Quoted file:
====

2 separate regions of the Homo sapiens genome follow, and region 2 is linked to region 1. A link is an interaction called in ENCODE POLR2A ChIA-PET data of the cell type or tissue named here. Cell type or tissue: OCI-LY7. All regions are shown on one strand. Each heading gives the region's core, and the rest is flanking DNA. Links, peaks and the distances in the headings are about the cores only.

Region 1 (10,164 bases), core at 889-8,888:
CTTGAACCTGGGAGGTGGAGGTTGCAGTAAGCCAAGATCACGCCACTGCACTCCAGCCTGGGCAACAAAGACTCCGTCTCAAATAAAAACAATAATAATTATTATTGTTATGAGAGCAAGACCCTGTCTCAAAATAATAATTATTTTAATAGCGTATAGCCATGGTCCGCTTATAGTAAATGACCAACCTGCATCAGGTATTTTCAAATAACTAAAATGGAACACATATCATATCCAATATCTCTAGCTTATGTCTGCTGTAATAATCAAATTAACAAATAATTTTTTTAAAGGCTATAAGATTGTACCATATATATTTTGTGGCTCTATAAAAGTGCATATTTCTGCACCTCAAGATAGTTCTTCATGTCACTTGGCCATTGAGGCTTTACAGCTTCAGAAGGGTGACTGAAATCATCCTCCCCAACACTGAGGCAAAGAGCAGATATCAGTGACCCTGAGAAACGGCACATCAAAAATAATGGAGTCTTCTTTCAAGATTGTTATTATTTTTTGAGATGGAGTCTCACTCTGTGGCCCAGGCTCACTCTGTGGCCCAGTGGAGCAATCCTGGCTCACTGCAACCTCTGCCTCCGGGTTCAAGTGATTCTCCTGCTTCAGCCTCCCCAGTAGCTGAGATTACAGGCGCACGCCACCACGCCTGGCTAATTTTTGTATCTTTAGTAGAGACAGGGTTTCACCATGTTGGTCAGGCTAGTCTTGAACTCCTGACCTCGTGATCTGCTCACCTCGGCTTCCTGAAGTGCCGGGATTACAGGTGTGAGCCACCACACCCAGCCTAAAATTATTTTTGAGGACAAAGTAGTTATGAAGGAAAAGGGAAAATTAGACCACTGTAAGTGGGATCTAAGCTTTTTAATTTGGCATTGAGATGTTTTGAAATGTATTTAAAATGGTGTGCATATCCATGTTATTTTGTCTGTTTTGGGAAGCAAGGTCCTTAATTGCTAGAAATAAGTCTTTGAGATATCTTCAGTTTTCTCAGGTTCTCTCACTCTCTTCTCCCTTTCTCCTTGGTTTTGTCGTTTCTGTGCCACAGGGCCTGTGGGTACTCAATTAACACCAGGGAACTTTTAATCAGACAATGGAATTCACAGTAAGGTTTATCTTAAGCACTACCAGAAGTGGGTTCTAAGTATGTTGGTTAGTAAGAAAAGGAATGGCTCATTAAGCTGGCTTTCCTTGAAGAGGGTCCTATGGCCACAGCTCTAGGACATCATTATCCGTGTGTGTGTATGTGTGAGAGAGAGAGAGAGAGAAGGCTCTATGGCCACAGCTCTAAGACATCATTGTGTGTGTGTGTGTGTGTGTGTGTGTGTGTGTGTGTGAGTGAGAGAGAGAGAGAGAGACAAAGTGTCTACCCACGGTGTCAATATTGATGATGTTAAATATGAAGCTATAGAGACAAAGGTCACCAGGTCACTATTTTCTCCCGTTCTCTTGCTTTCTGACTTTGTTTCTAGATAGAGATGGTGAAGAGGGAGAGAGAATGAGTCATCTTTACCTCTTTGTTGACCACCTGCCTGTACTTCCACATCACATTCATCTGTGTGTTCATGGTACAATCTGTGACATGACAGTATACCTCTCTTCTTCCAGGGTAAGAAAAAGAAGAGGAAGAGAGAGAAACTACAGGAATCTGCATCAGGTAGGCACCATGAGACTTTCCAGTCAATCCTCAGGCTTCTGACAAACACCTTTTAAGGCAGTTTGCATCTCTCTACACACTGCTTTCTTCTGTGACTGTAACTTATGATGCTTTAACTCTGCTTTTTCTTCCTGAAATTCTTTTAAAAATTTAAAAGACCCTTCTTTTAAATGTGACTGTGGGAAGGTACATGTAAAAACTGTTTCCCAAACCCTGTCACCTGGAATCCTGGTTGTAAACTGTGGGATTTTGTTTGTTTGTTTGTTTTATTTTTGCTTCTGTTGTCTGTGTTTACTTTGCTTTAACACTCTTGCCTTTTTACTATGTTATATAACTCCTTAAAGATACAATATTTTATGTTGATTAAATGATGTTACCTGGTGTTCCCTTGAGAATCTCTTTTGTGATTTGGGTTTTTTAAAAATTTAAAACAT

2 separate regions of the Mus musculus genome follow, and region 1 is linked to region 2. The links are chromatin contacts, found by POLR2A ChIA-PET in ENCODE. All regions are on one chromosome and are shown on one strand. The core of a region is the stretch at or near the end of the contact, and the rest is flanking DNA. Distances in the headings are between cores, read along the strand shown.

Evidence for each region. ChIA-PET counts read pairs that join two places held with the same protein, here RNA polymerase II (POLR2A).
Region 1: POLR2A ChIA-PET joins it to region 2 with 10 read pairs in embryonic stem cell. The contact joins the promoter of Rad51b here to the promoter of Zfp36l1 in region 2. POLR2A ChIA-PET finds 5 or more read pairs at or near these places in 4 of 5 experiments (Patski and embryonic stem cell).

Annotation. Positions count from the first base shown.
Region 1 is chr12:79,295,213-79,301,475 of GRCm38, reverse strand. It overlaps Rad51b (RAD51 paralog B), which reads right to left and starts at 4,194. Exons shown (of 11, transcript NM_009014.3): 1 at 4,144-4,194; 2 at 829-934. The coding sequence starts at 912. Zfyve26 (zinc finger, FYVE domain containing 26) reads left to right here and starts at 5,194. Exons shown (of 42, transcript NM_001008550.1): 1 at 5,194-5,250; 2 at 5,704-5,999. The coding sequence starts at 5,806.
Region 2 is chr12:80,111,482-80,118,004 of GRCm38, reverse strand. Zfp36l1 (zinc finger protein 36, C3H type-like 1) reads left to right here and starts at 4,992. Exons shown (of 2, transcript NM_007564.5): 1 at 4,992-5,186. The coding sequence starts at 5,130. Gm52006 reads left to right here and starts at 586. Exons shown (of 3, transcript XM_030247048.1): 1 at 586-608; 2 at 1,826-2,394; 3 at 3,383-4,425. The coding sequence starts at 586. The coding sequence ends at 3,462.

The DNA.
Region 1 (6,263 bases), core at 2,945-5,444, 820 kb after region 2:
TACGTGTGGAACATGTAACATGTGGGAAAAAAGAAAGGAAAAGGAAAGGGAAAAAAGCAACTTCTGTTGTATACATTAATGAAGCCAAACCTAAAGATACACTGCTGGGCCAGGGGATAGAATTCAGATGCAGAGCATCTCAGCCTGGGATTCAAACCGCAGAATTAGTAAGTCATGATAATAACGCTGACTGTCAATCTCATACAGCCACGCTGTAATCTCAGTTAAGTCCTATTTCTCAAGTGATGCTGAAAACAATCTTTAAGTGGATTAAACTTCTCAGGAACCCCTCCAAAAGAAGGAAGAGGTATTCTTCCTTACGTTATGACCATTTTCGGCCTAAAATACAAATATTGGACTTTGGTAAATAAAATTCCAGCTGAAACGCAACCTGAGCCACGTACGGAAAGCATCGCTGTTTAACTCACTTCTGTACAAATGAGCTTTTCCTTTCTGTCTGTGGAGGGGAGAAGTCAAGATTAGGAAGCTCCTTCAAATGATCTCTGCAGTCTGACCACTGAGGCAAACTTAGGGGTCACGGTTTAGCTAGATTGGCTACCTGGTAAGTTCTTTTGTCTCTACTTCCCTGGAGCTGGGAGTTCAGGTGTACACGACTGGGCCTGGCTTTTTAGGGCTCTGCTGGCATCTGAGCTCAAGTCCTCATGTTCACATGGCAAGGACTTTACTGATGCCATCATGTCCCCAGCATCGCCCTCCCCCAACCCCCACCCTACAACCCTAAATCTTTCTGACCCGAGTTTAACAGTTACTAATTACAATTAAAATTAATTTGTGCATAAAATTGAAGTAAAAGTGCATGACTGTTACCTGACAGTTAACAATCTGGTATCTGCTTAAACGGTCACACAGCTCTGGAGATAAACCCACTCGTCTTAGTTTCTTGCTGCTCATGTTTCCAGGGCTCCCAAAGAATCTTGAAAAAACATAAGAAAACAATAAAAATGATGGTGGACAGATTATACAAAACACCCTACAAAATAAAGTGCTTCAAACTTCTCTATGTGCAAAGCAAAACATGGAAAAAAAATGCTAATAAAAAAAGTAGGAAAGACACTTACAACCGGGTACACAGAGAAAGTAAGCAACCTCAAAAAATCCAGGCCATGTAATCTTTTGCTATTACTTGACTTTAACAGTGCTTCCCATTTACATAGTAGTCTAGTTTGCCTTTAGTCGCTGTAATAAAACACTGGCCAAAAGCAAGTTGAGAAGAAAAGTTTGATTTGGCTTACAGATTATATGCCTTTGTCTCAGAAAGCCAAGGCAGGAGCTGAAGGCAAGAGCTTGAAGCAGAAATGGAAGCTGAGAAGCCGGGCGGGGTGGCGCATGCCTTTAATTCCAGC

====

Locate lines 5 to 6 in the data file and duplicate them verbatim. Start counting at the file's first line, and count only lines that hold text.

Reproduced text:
Evidence for each region. ChIA-PET counts read pairs that join two places held with the same protein, here RNA polymerase II (POLR2A).
Region 1: POLR2A ChIA-PET joins it to region 2 with 10 read pairs in embryonic stem cell. The contact joins the promoter of Rad51b here to the promoter of Zfp36l1 in region 2. POLR2A ChIA-PET finds 5 or more read pairs at or near these places in 4 of 5 experiments (Patski and embryonic stem cell).